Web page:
It seems to me that independent tire dealers waste an enormous sum of money each year in advertising, only to chase the prospect away on the first visit. What a terrible waste! Let's get one thing straight.*.*.the only purpose of any type of advertising is to create a visit to your store! Are you sure that is what you want? Are you ready for that visit? First impressions are everything! What will your prospect perceive when she calls or walks in the door of your outlet?
Please do not advertise until you are convinced your outlet and staff are presenting the image of your business that you want customers to perceive.
Before retailing's ``Big Boys'' spent one nickel on advertising, you can bet they felt ready for the customer's visit! The staff underwent extensive training. Their display area made the statement they wanted it to make. They had a system in place and their sales staff knew that system backwards and forwards.
I am quite sure they decided to keep their restrooms spotless and the waiting areas clean and comfortable well in advance.
Here are Five Steps in Preparing For the (customer's) Visit!''
1) Deep and consistent cleaning: Take the time, money and effort to deep clean your whole store. Remodel if you see the need. But primarily scrub, paint and unclutter your store.
Invite an outsider (preferably a woman) to tell what needs to be done. You won't be able to see it! Once the store is clean, set a policy to maintain it daily, weekly, monthly and annually!
Create a clean, comfortable waiting area and stock it with current unisex publications, a daily newspaper, Newsweek, People, Money magazines etc. Paint your entire service area.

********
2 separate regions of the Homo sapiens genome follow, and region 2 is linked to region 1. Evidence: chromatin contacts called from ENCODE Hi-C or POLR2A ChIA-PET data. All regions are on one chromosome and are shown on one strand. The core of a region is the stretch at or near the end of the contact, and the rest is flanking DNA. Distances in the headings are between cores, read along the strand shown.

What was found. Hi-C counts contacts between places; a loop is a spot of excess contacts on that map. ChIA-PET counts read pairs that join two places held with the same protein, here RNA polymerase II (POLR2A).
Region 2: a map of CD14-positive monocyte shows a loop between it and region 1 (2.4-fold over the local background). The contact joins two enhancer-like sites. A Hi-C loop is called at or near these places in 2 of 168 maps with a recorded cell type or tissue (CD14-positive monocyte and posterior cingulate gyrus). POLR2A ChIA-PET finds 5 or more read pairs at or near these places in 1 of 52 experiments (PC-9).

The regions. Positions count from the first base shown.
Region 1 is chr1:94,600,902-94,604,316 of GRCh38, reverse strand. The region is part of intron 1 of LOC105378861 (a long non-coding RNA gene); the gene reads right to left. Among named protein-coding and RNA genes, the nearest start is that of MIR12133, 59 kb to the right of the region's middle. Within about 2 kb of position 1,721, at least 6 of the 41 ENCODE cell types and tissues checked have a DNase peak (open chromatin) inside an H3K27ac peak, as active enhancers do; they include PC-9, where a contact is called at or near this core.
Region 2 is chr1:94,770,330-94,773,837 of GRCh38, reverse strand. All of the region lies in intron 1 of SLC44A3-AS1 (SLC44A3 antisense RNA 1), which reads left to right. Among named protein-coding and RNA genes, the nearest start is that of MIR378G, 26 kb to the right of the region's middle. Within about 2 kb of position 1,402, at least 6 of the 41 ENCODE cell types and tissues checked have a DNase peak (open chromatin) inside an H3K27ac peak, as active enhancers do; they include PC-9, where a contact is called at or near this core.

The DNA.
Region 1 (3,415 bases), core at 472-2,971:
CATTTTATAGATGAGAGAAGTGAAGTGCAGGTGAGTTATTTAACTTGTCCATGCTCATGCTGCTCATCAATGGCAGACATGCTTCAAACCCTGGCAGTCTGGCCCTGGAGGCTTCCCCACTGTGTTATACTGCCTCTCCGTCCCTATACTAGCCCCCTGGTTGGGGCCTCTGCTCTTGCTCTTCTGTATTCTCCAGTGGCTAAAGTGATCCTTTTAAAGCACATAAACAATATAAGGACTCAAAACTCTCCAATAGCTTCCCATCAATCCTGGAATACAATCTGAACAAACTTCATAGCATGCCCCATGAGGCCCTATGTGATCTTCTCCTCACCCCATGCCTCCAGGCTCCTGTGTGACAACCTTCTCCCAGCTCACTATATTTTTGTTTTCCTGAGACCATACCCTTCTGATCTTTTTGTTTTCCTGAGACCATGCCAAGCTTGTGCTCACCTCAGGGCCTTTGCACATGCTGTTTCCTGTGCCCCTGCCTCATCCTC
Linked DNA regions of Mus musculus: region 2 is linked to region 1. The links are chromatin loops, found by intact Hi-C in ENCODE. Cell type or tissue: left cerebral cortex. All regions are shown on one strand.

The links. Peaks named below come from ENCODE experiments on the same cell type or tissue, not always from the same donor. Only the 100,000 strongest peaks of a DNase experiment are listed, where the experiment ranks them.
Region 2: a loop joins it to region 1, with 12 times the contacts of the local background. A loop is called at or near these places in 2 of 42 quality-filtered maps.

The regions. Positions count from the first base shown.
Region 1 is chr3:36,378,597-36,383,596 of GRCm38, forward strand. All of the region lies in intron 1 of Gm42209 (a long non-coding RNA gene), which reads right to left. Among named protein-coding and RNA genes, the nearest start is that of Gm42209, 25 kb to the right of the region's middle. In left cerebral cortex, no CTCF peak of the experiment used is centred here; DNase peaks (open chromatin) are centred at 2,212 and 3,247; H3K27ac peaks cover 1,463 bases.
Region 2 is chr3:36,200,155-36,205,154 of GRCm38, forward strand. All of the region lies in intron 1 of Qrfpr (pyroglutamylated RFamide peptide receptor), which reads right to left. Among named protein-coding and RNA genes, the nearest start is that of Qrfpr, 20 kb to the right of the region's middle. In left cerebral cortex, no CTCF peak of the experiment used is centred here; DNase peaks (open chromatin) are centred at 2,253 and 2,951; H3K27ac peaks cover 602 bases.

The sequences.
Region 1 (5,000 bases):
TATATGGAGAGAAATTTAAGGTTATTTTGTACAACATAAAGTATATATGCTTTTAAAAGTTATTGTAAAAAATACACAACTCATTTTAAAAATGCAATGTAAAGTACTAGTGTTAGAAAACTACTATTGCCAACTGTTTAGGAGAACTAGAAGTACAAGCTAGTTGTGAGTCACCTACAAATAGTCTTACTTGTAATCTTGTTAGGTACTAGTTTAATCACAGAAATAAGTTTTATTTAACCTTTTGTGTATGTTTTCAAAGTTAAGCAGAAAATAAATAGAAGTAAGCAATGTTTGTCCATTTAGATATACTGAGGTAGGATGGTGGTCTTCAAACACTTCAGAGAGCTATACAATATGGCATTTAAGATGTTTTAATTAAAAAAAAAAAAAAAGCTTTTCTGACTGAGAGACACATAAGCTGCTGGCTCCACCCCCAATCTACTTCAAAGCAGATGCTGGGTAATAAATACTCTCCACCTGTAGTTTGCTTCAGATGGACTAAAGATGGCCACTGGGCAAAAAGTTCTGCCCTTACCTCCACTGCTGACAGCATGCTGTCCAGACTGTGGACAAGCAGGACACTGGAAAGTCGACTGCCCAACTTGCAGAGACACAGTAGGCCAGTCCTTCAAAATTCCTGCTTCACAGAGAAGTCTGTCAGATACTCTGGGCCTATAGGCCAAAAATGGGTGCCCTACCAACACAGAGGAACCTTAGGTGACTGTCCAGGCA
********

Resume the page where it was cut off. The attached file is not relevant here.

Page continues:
2) Set up an inventory and display area: Determine who your customer is demographically and select your product offerings and displays to meet the needs of that customer. If you don't know what your customer looks like, ask the help of a supplier, Chamber of Commerce or a friend who visits your store often.
Inventory primarily the lines you want to sell and can make a decent margin on. Have ready access to as many brands as possible, but do everything in your power to sell the customer on your brand. You are the one who must live with the product.
Don't try to be all things to all people. Have at most a ``good, better, best,'' and ``ultra premium'' offering.
Strive to turn your inventory at least four times per year. Clear out slow-moving inventory. Ask your suppliers to do inventory adjustments etc.
3) Develop your plan: Take time on a regular basis to shop your competitors. Learn everything possible about the products and services they offer, their add-on sales policies and, most importantly, their pricing structure.
Don't rely on hearsay. Get information firsthand. Look for areas of weakness-places where your business can gain an edge.
Develop your unique marketing niche.*.*.look for unique things about your store that your competitors don't offer.
Do customers have needs that are not being met? Could extra special warranty policies be of benefit? Shuttle service? Loaner cars? Local ownership etc.
Once you find these unique areas of opportunity, tell everyone about them!
4) Create a system and train everyone: Learn the Five Steps To the Tire Sale backwards and forwards (TB April 1, 1996 issue). Practice your closing technique.
Inform your entire staff about which products offer you the most profit and why. Teach them how to sell these higher-margin products.
Show everyone how to read and use tire fitment charts and other necessary material.
Establish a ``nobody-walks'' policy and train staff members to assist each other in closing the sale. Use trade-in allowances to close a sale without dropping your tire price. Train your staff to listen to the customer.
5) Manage the telephone: Make it clear to staff members that each caller is to be treated as a prospective customer and not an interruption.
Attend a seminar on how to handle your telephones, then telephone shop your competitors on a regular basis. Record your competitors and play the call back in a meeting and critique them.
Determine how you will answer the telephone and the best ways to encourage customers to visit your store. Learn the Five Steps to the Telephone Call and decide how to adapt them to your outlet.